Fidelity Viewpoints ®
Comments from the Fed have caused investors to reconsider their expectations for rate hikes.
Some themes and sectors may shine if the economy shifts into the late cycle. Here are potential opportunities.
It's not easy to talk about what you want to happen after you’re gone, but it’s time well spent.
Market and Economic Insights
The stock market has been stuck in a sideways range. Our expert explains why, and what may move the needle.
After a turbulent start, there's a recent improvement in the tone of the markets. Our expert explains.
The reality behind some common misconceptions that may be keeping investors out of international stocks.
How to build an investment plan that you can stick with day in and day out to help meet your goals.
Eight things to keep in mind when considering a Roth IRA conversion when you are in or near retirement.
After working hard to build retirement savings, don't let taxes take a big bite out of them in retirement.
Here are two really good reasons to own a mix of investments, and three steps to get young adults on their way.
How women who divorce later in life—or any women—can plan for their financial future.
Commissions add to the total cost of trading an exchange-traded fund. Here’s how to help lower costs.
A few strategies you can use to trade stocks around earnings announcements.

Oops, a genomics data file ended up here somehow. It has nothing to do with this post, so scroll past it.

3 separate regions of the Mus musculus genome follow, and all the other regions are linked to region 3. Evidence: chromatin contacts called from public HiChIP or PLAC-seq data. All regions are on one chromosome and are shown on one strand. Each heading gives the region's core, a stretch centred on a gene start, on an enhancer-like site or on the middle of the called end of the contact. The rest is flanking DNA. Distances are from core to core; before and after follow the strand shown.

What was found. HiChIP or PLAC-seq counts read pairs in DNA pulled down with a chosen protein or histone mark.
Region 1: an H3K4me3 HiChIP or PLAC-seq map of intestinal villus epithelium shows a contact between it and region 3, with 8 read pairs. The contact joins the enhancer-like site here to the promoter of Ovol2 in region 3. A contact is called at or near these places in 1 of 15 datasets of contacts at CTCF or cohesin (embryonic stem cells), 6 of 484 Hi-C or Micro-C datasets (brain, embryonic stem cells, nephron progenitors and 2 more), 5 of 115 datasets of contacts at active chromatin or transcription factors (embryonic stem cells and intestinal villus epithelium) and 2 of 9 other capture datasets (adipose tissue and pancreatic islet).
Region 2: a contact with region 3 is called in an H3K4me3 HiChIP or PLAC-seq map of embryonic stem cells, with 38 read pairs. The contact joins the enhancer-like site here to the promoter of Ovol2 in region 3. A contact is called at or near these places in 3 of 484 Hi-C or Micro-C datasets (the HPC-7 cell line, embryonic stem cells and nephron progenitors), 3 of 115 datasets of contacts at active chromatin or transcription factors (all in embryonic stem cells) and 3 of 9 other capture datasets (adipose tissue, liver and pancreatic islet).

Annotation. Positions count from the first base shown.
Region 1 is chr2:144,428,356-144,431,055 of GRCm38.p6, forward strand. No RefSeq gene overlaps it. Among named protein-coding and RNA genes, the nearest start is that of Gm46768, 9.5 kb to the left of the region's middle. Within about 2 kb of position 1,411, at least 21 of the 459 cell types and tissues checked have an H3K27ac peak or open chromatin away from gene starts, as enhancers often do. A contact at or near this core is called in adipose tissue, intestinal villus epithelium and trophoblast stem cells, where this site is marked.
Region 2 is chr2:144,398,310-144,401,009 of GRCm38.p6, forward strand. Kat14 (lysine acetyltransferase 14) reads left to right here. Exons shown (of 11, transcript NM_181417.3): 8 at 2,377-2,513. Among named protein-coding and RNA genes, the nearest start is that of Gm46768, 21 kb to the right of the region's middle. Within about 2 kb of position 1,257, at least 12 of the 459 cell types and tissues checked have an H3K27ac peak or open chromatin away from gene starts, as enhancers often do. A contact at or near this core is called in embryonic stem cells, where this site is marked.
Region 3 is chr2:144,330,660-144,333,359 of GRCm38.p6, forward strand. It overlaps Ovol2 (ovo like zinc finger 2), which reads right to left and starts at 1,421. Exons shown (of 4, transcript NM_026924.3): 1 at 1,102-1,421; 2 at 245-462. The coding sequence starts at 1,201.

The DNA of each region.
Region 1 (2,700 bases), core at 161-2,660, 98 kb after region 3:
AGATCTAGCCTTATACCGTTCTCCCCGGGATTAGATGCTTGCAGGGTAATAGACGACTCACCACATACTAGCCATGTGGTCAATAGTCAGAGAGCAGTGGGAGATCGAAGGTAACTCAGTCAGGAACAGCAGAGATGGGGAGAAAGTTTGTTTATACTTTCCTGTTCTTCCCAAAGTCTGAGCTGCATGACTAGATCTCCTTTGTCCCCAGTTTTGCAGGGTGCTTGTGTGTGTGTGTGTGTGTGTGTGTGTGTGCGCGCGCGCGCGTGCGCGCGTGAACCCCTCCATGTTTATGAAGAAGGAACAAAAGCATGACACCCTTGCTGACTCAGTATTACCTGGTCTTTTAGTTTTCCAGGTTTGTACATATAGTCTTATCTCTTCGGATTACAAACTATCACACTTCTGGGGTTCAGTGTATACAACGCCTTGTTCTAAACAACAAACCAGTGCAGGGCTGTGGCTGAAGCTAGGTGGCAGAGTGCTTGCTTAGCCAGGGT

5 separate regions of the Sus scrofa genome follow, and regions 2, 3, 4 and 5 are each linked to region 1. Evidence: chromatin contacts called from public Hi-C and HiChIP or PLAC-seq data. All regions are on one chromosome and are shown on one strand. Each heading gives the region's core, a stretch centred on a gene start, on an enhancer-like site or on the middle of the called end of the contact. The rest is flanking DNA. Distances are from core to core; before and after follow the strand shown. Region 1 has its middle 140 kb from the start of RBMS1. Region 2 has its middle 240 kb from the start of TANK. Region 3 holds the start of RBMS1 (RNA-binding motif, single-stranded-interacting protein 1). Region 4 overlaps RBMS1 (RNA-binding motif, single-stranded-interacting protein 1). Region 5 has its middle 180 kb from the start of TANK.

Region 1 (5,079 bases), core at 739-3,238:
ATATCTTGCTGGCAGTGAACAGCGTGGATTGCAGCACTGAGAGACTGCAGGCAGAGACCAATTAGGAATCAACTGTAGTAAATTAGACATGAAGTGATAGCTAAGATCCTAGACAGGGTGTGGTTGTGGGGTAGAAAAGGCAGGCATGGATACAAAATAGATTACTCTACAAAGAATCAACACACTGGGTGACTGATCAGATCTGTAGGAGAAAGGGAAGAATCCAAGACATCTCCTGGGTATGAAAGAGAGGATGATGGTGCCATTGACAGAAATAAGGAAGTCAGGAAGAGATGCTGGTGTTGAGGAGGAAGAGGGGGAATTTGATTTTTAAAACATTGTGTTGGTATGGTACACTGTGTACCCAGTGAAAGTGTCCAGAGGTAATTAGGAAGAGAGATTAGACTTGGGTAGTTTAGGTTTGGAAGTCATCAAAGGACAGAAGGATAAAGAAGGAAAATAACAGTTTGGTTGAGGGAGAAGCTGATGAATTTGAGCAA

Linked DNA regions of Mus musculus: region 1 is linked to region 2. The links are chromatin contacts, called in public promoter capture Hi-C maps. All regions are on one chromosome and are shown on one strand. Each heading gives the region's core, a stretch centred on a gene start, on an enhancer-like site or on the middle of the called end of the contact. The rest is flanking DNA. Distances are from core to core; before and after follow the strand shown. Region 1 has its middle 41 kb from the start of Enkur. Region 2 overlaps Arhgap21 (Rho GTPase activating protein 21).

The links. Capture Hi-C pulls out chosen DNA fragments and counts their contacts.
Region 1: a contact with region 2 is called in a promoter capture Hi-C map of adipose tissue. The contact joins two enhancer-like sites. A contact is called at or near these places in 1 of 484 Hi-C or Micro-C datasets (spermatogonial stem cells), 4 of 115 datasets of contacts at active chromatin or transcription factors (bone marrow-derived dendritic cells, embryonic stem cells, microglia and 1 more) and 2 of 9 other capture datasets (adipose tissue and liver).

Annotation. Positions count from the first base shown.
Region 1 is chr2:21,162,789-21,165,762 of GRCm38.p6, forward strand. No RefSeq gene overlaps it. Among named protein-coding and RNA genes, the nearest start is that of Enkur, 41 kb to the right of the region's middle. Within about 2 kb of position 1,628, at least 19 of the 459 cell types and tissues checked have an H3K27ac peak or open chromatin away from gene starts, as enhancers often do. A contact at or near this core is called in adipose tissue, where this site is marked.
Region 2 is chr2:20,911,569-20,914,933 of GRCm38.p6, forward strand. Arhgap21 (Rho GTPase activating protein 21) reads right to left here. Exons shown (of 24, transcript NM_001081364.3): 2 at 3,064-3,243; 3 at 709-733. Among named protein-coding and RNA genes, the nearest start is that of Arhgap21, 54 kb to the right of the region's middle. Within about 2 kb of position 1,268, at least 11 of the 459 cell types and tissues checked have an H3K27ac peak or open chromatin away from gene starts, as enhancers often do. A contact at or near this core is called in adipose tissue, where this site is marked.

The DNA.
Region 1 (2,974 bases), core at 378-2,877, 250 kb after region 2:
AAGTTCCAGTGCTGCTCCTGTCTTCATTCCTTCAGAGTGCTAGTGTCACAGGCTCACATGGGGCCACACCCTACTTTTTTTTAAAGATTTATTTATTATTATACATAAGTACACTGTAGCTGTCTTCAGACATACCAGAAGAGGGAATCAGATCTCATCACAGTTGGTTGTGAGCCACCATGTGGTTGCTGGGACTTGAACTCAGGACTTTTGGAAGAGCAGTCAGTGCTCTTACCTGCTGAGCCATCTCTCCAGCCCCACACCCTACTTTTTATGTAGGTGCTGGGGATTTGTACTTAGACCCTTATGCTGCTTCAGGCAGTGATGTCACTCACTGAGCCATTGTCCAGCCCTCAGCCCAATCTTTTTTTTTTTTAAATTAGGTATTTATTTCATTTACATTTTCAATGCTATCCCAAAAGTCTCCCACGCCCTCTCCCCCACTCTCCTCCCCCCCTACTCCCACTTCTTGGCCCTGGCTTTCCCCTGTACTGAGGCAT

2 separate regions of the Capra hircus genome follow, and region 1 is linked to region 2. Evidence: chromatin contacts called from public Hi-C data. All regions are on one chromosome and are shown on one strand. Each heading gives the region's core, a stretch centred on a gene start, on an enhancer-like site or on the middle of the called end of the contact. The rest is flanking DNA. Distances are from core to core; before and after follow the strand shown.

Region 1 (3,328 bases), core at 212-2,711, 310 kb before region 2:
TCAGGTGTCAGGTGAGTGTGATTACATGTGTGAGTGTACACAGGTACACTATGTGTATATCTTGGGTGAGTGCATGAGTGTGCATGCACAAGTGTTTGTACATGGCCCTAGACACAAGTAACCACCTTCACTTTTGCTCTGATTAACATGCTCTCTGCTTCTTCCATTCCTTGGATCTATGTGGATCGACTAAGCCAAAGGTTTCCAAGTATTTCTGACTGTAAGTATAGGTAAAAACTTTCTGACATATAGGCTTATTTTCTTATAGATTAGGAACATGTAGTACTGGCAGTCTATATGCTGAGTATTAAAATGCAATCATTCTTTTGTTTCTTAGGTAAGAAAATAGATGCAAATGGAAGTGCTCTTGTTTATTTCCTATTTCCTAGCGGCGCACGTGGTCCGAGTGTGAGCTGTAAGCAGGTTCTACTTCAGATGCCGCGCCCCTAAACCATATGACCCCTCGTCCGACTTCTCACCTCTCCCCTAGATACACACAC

Read In the Money, a new publication for more investing ideas and strategies.
Past performance is no guarantee of future results.
Investing involves risk, including risk of loss.
Stock markets are volatile and can decline significantly in response to adverse issuer, political, regulatory, market, or economic developments.
In general, the bond market is volatile, and fixed income securities carry interest rate risk. (As interest rates rise, bond prices usually fall, and vice versa. This effect is usually more pronounced for longer-term securities.) Fixed income securities also carry inflation risk, liquidity risk, call risk, and credit and default risks for both issuers and counterparties. Unlike individual bonds, most bond funds do not have a maturity date, so holding them until maturity to avoid losses caused by price volatility is not possible.
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